Christ’s resurrection found its terminus not in its effect on him, but in its effects from him. Sin and death had not only met their demise in Christ but they also suffered a lethal blow for all those who are in him! As “life-giving Spirit” (1 Corinthians 15:45), Jesus graciously and permanently gives the elect of God his own life. Such is the glorious plan of God.

Reveling in the radiance of this gospel and it glorious accomplishment in the Beloved Son of God, the apostle exhales his amazement (Ephesians 1:3–14). God’s plan extends not only backwards before history itself, but reaches to the furthest corners of the globe. The work of the Beloved Son at Calvary spreads abroad to the tribes, tongues, and nations of the earth. He “predestined us [Jews and Gentiles!] for adoption as sons through Jesus Christ, according to the purpose of his will” (Ephesians 1:5).

No wonder Paul exclaims, “[4] But God, being rich in mercy, because of the great love with which he loved us, [5] even when we were dead in our trespasses, made us alive together with Christ—by grace you have been saved—[6] and raised us up with him and seated us with him in the heavenly places in Christ Jesus, [7] so that in the coming ages he might show the immeasurable riches of his grace in kindness toward us in Christ Jesus”  (Ephesians 2:4-7). Immeasurable riches to be sure!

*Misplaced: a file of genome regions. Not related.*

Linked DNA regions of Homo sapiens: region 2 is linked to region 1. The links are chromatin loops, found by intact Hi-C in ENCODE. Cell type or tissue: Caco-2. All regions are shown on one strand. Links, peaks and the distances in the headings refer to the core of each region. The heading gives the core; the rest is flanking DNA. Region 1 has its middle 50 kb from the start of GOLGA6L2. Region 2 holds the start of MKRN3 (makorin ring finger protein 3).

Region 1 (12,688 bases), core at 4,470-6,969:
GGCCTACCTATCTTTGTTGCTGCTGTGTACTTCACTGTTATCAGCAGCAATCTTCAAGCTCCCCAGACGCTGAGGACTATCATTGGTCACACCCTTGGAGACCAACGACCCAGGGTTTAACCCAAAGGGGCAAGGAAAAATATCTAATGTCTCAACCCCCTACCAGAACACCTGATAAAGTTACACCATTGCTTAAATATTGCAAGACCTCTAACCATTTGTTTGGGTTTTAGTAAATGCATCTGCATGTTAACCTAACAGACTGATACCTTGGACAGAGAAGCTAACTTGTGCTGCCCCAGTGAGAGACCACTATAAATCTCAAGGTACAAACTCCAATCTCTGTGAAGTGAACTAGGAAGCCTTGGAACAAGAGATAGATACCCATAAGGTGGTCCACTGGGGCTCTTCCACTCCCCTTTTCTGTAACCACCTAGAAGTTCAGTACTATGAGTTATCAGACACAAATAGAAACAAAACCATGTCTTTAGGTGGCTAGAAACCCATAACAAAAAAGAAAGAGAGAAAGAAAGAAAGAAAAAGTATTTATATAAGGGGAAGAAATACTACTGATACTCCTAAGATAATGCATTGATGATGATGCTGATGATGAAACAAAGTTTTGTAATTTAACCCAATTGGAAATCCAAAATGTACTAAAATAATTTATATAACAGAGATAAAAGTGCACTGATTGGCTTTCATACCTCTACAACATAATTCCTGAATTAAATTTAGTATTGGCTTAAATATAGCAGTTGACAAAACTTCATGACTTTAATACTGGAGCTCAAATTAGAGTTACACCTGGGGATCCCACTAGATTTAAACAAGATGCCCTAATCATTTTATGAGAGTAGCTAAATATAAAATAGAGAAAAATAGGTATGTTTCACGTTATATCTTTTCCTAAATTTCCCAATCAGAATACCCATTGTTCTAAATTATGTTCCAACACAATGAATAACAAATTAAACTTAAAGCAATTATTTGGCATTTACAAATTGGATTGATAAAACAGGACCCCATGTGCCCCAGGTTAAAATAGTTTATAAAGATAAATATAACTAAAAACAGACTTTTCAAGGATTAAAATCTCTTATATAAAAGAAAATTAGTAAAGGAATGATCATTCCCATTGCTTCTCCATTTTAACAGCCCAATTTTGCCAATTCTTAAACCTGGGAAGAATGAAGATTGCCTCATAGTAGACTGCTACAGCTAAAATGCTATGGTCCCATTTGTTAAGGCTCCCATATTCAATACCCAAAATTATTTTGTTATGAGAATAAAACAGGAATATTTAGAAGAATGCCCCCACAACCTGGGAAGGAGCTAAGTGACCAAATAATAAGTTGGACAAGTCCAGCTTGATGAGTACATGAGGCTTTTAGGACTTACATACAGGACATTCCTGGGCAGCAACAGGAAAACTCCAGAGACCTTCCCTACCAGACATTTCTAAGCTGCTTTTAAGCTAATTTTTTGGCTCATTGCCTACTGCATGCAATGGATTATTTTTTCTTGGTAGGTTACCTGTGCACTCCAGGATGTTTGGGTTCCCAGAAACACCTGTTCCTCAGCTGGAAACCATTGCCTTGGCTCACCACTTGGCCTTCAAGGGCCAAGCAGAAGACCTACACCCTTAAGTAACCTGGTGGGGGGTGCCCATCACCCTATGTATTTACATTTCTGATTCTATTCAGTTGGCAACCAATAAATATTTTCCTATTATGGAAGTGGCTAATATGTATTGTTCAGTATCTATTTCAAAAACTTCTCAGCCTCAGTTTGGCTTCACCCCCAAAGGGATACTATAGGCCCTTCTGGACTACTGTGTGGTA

How could it be that God so loves his Church? How could it be that the Beloved Son would spill his blood for vile sinners like us—pagans and persecutors, blasphemers and barbarians? How could it be that God would spill out his grace on us his church with unqualified Niagara-like force?

Such is the merciful and sweet plan of God. Such are the ways of the eternal God of heaven, the Maker of heaven and earth. Such is the pleasure of the Creator and Redeemer. He is the One “who does all that he pleases” (Psalm 115:3b). And astonishingly, he takes pleasure in the redemption of us, his eternally chosen people.

In exquisite simplicity yet profound mystery, in Ephesians 1, Paul has laid the entire scope of human history before our eyes. Employing a sanctified syllogism, he argues for the primacy of the cross and the primacy of the church. The four-fold argument unfolds like this:

  • God has a plan.
  • God’s plan is for his church.
  • We are God’s church.
  • Therefore, we are God’s plan.

Feeling down? Go even lower. Join the apostle Paul on his face and sing the theology of divine purpose concerning you the sons and daughters of God: “Blessed be the God and Father of our Lord Jesus Christ, who has blessed us in Christ with every spiritual blessing in the heavenly places. . .” (Ephesians 1:3).

Things are really looking up for the redeemed sons and daughters of God, the Church of our Lord Jesus Christ. “For from him and through him and to him are all things. To him be glory forever. Amen” (Romans 11:36).